In Citizen Kane, we get an interesting view into a fictional narcissist’s life. We get all of the pieces in the end, but we are thrust into a meandering jigsaw puzzle first. Charles Foster Kane surrounds himself with beautiful art, “a horde of mankind’s riches,” building a monument to himself in the form of the expressionistic nightmare of a castle Xanadu. He piles gifts, superficial generosity, money, empty promises on those around him, in the hopes he will buy their love, as Susan puts so well at the end of the movie before she leaves, revealing the folly of his actions and warped view of love and relationships. That scene in particular tears into his character wonderfully, finally spelling out the reason why Kane is so unrelatable. Kane can only ever mimic love, and only does so to get love back. He doesn’t have any humanity. His narcissism is so deep that even when his second wife leaves him, he can only relate through the lens of his pain, what she is doing to him. Even Xanadu sounds like something out of a sci-fi movie, the castle of some crazy alien overlord, except our alien overlord is a bitter old man who dies whispering a word symbolic of his childhood, a time when he was happy, living a simple, rural life with his parents, and even then “Rosebud” refers to a thing.
The camera plays an important role narratively. We have the satirical newsreel footage in the beginning of the film, “documenting” the news of Kane’s death. The film revolves around a journalist trying to decipher Kane’s last words, so there’s an investigative news air to it. Ironically, Kane made his name around yellow journalism, and it’s yellow journalism that brings his name back down. So while we have this ironic, investigative, “neutral” standpoint, we also get extremely subjective flashbacks.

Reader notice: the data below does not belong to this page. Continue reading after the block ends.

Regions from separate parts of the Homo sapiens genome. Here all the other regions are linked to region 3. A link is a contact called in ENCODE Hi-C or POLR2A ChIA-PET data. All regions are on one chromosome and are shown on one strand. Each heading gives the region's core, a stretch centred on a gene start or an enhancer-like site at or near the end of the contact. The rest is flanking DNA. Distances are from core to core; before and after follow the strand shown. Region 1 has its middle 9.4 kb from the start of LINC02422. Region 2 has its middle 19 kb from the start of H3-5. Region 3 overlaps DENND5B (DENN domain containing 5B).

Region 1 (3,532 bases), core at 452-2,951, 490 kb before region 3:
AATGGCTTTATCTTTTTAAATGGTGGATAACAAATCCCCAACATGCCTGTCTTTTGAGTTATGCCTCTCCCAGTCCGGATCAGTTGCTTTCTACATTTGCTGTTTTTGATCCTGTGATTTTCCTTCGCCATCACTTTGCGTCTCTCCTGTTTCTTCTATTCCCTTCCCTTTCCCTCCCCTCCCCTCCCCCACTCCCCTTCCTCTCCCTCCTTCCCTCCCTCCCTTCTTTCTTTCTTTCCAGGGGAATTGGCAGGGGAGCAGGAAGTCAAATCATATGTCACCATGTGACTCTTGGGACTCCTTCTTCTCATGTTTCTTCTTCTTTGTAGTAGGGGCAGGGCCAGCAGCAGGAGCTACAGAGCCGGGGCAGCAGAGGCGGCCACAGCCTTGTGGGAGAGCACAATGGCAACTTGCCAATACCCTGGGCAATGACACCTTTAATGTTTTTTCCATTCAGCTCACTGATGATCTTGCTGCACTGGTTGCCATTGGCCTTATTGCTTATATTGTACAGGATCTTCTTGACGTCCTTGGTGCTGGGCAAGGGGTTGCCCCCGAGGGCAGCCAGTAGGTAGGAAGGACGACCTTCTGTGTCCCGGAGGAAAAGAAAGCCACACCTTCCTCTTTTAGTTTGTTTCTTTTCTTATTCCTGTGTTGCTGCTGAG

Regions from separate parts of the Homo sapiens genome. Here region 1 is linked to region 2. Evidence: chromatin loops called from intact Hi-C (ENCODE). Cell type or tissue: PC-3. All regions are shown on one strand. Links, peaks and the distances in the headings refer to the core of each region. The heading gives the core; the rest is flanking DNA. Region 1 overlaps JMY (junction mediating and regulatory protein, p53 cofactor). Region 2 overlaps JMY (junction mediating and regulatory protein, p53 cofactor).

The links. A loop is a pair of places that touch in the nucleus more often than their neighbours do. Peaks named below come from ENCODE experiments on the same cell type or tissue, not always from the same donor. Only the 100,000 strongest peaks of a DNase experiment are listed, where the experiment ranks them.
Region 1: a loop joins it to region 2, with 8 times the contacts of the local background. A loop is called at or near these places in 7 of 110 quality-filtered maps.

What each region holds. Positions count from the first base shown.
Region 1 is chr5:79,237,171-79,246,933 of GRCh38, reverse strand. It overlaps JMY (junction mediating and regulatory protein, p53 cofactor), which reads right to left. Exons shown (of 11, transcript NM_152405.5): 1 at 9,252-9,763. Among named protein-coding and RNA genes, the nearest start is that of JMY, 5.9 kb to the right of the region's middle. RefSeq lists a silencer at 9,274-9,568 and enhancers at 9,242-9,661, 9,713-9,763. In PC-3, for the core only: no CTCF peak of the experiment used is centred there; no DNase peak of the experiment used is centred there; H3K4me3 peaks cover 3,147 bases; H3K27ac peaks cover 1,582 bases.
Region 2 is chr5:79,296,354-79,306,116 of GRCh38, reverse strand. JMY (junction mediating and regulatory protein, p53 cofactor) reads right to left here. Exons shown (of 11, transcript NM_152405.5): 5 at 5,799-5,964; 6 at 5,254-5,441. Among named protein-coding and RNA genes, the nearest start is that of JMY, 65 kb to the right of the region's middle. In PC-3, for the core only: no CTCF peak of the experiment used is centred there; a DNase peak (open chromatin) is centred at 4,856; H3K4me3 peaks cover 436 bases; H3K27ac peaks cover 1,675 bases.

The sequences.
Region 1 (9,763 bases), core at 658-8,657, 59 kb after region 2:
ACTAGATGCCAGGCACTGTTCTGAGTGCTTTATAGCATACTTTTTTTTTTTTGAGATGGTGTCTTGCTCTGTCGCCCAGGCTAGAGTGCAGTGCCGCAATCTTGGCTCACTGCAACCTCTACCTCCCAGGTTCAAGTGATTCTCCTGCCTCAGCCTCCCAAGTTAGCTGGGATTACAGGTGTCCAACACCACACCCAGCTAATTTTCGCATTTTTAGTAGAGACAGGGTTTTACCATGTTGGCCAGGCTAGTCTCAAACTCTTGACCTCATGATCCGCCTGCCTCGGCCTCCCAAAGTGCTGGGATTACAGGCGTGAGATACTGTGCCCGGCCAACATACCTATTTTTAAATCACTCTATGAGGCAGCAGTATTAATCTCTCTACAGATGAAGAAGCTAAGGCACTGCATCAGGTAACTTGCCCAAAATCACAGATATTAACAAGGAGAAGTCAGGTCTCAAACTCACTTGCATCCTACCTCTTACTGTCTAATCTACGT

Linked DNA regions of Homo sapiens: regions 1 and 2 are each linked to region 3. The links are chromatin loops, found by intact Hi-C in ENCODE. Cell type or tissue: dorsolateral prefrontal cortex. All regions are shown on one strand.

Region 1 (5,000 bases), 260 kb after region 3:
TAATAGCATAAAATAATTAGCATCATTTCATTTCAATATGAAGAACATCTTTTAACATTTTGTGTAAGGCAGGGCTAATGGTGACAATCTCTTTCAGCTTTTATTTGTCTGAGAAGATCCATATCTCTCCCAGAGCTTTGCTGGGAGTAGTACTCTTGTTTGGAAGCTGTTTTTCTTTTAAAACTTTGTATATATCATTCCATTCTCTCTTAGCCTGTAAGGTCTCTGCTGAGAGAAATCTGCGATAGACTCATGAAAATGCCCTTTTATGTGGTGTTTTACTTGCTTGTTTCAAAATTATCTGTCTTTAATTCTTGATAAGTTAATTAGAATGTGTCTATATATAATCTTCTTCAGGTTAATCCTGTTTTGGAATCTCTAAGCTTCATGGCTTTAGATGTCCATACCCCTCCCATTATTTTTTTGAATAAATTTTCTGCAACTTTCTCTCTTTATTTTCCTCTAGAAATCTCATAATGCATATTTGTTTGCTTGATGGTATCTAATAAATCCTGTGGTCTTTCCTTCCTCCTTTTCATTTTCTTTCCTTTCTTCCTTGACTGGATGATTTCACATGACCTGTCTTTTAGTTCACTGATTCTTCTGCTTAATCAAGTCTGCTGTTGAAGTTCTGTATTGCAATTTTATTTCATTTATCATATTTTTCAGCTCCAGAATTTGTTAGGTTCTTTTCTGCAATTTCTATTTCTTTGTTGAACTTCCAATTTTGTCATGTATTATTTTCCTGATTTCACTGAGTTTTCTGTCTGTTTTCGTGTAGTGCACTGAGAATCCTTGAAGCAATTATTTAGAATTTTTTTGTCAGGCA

I want to talk about a few scenes in particular: the scene during the picnic, the scene where Susan leaves, and the scene where Rosebud burns.
Kane’s empire is dying at this point. Susan doesn’t want to sing anymore, she’s really feeling the isolation and power Kane is trying to exert over her. Camera angles set up the power dynamic clearly, in stark contrast to objective, non-narrative film like the news, or like documentaries.
All of the camera angles in the shot/reverse shot sequence establish Kane as looking down on Susan, and Susan looking up at Kane. We see both through the eyes of the other: extreme high angle for Susan, and low angle for Kane. And then we have that awful, maybe diegetic woman’s screams overlaying their fight. The agony of their relationship grinds through.
In the next scene I want to talk about, they camera establishes them on much more equal footing. Perhaps the actor for Kane is just taller, or maybe there is still some power dynamic happening here, but when Susan finally exerts some agency she is in a much more powerful position.
Further emphasizing the subjectivity of the narrative, this scene is implied to be a flashback of an older Susan. She’s talking about what happened.
Finally, we get the scene where the meaning of “Rosebud” is revealed. The journalist gives up—Kane’s final words are never understood. To establish that no one is seeing Rosebud, we have and objective viewpoint again. The camera is free and floats around, omniscient again.
So, what do you think the meaning of no one understanding Rosebud is? I didn’t really catch the larger idea there.
Also, how does the sort of mimicry of humanity and love reflect on Hollywood and cinema at large?
How else does narrative/non-narrative film come into play in the larger meaning of Citizen Kane?